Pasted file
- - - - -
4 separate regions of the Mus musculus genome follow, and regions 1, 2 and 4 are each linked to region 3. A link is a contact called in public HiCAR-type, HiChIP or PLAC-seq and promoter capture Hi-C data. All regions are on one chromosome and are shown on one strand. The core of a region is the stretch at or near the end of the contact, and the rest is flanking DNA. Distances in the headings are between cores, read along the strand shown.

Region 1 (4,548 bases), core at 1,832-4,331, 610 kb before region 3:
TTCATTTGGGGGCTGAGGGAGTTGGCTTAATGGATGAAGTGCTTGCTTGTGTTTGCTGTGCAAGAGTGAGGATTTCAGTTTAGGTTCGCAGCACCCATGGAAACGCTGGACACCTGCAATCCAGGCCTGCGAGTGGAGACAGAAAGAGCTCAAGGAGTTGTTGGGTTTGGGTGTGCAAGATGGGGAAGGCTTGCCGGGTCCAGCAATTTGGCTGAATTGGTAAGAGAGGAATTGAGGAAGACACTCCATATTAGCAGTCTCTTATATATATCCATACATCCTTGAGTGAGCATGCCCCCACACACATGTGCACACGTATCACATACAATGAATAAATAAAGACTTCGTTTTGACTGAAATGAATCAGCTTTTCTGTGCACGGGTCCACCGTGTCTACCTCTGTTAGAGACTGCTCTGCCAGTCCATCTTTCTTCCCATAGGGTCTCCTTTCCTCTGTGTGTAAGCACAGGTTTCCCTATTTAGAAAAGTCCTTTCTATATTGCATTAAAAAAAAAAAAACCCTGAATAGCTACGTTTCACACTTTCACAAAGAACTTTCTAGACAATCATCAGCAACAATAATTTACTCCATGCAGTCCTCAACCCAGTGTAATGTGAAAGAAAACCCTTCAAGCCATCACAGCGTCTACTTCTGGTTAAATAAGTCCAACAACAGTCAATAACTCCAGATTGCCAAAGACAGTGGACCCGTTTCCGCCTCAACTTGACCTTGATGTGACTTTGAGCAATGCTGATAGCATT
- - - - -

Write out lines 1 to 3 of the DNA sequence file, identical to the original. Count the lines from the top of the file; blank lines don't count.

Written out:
4 separate regions of the Mus musculus genome follow, and regions 1, 2 and 4 are each linked to region 3. A link is a contact called in public HiCAR-type, HiChIP or PLAC-seq and promoter capture Hi-C data. All regions are on one chromosome and are shown on one strand. The core of a region is the stretch at or near the end of the contact, and the rest is flanking DNA. Distances in the headings are between cores, read along the strand shown.

Region 1 (4,548 bases), core at 1,832-4,331, 610 kb before region 3:
TTCATTTGGGGGCTGAGGGAGTTGGCTTAATGGATGAAGTGCTTGCTTGTGTTTGCTGTGCAAGAGTGAGGATTTCAGTTTAGGTTCGCAGCACCCATGGAAACGCTGGACACCTGCAATCCAGGCCTGCGAGTGGAGACAGAAAGAGCTCAAGGAGTTGTTGGGTTTGGGTGTGCAAGATGGGGAAGGCTTGCCGGGTCCAGCAATTTGGCTGAATTGGTAAGAGAGGAATTGAGGAAGACACTCCATATTAGCAGTCTCTTATATATATCCATACATCCTTGAGTGAGCATGCCCCCACACACATGTGCACACGTATCACATACAATGAATAAATAAAGACTTCGTTTTGACTGAAATGAATCAGCTTTTCTGTGCACGGGTCCACCGTGTCTACCTCTGTTAGAGACTGCTCTGCCAGTCCATCTTTCTTCCCATAGGGTCTCCTTTCCTCTGTGTGTAAGCACAGGTTTCCCTATTTAGAAAAGTCCTTTCTATATTGCATTAAAAAAAAAAAAACCCTGAATAGCTACGTTTCACACTTTCACAAAGAACTTTCTAGACAATCATCAGCAACAATAATTTACTCCATGCAGTCCTCAACCCAGTGTAATGTGAAAGAAAACCCTTCAAGCCATCACAGCGTCTACTTCTGGTTAAATAAGTCCAACAACAGTCAATAACTCCAGATTGCCAAAGACAGTGGACCCGTTTCCGCCTCAACTTGACCTTGATGTGACTTTGAGCAATGCTGATAGCATT